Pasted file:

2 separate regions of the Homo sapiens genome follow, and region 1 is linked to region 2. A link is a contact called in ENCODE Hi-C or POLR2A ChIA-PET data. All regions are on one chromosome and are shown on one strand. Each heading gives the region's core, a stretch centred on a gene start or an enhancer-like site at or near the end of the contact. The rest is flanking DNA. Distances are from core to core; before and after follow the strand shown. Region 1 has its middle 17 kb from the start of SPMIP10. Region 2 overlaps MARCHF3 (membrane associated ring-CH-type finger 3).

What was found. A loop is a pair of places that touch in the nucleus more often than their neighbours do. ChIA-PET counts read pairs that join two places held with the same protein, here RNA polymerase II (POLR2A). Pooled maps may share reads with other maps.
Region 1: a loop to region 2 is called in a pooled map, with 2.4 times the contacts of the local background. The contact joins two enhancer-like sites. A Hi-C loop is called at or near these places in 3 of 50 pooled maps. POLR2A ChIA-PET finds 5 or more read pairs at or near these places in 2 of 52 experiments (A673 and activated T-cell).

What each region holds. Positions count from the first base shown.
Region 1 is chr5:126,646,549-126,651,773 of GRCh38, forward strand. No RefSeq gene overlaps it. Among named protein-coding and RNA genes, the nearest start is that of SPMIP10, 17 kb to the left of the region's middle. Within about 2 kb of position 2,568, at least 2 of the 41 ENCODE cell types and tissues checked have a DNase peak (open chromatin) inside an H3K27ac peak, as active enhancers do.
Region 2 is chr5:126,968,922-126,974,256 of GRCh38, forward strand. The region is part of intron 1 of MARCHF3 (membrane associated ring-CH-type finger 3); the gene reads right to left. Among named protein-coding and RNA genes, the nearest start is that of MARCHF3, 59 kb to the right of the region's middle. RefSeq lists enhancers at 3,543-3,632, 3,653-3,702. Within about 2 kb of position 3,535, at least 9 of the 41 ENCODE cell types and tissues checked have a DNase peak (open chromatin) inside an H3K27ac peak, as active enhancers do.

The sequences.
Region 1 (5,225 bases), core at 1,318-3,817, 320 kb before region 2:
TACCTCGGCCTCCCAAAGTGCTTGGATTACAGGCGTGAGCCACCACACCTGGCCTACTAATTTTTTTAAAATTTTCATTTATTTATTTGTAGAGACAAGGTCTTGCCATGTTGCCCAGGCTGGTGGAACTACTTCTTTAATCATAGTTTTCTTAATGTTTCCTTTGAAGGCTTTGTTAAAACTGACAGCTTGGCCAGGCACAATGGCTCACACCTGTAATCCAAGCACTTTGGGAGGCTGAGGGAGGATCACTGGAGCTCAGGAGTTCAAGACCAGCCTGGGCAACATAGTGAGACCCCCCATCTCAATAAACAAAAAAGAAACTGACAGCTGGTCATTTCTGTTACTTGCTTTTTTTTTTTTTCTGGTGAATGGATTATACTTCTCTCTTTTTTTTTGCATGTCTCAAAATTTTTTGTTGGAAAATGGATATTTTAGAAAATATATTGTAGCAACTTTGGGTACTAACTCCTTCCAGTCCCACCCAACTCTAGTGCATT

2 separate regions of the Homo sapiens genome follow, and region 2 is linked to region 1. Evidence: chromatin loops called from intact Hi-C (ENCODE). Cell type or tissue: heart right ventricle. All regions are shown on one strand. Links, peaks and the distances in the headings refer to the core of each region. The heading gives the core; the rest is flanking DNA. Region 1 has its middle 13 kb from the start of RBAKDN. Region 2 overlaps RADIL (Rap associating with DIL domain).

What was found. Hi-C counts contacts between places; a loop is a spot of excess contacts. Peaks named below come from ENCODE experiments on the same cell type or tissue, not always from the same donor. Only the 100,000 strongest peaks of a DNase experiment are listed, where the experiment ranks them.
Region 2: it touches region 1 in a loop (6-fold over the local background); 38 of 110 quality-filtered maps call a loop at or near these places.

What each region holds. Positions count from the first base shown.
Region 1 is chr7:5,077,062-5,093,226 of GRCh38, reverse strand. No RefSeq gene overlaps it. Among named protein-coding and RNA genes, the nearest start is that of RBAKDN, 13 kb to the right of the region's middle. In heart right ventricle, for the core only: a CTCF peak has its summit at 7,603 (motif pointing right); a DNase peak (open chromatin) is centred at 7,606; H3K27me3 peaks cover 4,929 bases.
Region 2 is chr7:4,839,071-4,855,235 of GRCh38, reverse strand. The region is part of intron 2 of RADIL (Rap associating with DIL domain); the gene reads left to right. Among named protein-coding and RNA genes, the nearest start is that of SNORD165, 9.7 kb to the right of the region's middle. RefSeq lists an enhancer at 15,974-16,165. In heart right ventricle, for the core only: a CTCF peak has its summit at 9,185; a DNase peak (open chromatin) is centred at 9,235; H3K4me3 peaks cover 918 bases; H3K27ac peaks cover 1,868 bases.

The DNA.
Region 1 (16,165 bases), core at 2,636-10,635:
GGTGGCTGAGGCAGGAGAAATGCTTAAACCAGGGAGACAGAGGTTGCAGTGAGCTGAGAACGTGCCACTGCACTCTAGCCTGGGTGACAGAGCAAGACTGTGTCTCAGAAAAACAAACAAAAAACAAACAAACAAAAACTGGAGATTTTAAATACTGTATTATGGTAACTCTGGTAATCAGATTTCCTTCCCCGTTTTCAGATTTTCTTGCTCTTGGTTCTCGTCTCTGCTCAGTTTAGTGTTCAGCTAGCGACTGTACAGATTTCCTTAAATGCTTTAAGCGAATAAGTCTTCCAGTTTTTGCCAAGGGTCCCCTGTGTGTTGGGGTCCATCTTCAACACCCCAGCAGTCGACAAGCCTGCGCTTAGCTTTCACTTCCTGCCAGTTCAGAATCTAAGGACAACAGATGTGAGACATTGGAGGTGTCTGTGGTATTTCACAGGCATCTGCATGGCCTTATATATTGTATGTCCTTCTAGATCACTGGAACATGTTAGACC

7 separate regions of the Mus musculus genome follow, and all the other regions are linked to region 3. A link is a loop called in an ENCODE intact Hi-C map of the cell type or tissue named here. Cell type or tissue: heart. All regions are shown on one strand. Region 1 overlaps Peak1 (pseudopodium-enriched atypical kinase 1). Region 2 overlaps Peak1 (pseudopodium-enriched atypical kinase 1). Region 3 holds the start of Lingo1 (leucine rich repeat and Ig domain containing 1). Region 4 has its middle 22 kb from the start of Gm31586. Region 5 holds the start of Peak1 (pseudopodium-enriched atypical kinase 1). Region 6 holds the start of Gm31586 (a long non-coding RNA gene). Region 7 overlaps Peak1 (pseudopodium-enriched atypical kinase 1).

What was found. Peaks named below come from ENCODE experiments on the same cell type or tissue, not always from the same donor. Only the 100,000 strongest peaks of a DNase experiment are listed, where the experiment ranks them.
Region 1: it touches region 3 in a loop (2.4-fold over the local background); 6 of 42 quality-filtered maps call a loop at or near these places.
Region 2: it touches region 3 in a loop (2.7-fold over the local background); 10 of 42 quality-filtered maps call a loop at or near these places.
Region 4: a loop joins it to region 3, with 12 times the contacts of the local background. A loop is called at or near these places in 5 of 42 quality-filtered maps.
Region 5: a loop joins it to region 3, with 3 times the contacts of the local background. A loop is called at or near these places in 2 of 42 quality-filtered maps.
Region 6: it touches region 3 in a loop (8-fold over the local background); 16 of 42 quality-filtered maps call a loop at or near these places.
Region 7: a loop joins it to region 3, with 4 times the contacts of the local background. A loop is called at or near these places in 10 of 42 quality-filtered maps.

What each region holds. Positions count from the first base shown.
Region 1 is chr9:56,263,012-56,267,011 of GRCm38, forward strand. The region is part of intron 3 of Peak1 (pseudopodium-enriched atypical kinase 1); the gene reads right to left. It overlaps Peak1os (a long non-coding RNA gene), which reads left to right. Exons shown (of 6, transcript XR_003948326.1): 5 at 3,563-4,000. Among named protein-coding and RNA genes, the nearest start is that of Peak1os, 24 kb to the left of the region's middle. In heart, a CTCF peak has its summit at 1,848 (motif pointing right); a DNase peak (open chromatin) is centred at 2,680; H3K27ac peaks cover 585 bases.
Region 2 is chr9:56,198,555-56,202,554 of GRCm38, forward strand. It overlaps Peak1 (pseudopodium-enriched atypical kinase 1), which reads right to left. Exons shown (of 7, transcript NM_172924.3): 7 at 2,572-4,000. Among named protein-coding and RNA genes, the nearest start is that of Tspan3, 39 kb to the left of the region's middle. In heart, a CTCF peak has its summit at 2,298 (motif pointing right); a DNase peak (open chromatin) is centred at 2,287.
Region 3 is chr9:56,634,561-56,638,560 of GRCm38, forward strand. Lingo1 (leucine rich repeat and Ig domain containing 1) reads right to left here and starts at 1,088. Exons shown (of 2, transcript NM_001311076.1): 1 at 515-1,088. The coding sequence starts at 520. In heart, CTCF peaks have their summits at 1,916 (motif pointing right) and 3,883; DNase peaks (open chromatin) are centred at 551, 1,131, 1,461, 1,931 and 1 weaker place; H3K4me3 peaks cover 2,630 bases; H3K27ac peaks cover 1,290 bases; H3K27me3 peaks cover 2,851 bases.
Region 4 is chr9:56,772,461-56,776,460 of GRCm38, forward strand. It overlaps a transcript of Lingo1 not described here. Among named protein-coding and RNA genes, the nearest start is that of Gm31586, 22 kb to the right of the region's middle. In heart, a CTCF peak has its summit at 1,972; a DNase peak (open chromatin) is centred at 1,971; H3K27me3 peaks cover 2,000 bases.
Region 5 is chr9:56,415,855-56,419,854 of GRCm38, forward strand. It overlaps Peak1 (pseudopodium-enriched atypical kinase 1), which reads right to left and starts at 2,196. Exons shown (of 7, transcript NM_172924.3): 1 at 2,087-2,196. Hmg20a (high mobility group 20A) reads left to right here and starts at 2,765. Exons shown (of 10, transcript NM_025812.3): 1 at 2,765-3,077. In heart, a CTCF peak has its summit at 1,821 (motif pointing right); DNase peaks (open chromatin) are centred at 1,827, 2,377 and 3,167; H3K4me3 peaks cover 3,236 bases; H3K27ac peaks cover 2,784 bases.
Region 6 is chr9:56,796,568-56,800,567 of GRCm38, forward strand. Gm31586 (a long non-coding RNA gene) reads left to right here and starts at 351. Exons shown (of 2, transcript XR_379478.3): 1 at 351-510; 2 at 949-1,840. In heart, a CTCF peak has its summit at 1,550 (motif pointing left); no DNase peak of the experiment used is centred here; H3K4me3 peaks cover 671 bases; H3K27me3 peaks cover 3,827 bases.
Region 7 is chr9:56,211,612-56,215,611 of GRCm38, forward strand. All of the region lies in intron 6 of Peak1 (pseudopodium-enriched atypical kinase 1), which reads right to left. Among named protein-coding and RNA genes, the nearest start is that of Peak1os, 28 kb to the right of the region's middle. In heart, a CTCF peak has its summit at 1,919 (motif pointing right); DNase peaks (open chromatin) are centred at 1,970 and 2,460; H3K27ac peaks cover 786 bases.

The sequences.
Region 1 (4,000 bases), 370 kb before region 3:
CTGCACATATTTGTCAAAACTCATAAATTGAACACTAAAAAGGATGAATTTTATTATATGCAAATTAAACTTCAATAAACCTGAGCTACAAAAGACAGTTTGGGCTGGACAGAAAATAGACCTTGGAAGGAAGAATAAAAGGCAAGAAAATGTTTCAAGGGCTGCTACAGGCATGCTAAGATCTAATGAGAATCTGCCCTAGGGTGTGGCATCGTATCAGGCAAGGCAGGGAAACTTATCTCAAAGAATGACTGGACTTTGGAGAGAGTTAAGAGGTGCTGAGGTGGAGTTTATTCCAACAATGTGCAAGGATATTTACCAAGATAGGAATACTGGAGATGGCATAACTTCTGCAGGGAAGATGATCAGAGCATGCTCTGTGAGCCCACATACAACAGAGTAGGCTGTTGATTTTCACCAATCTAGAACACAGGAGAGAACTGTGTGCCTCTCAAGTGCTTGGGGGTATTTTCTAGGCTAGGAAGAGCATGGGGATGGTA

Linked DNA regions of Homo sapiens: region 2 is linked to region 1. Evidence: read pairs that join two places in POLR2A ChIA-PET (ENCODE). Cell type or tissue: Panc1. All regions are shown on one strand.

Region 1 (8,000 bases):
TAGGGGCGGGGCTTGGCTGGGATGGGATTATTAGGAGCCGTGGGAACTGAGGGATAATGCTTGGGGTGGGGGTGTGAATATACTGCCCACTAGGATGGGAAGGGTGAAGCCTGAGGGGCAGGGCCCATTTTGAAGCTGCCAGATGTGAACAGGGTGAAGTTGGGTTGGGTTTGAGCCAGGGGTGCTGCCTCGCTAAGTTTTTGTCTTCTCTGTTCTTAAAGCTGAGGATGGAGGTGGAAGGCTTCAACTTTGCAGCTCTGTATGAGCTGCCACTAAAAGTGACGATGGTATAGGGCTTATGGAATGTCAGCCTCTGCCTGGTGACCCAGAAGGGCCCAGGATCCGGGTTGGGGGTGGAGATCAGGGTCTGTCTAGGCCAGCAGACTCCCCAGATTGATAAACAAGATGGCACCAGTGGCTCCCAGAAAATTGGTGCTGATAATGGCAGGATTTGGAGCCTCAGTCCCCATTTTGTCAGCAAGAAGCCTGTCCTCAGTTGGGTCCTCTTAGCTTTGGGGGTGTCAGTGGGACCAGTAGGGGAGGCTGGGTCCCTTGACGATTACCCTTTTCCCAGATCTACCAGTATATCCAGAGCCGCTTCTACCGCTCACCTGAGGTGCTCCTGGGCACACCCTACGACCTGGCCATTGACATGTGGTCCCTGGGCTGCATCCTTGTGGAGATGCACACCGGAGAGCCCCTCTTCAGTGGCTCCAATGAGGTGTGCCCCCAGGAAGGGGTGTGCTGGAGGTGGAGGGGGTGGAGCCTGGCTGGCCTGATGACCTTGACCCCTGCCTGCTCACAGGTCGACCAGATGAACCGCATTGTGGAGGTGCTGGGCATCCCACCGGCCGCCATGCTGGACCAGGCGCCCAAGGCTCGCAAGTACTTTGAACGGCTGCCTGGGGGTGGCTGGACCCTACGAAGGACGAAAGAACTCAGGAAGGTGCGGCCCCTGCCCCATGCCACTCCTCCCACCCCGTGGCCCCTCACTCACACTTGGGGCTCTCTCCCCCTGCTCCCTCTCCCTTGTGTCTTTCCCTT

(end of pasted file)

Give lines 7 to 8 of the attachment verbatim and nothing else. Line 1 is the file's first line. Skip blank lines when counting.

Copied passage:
The sequences.
Region 1 (5,225 bases), core at 1,318-3,817, 320 kb before region 2: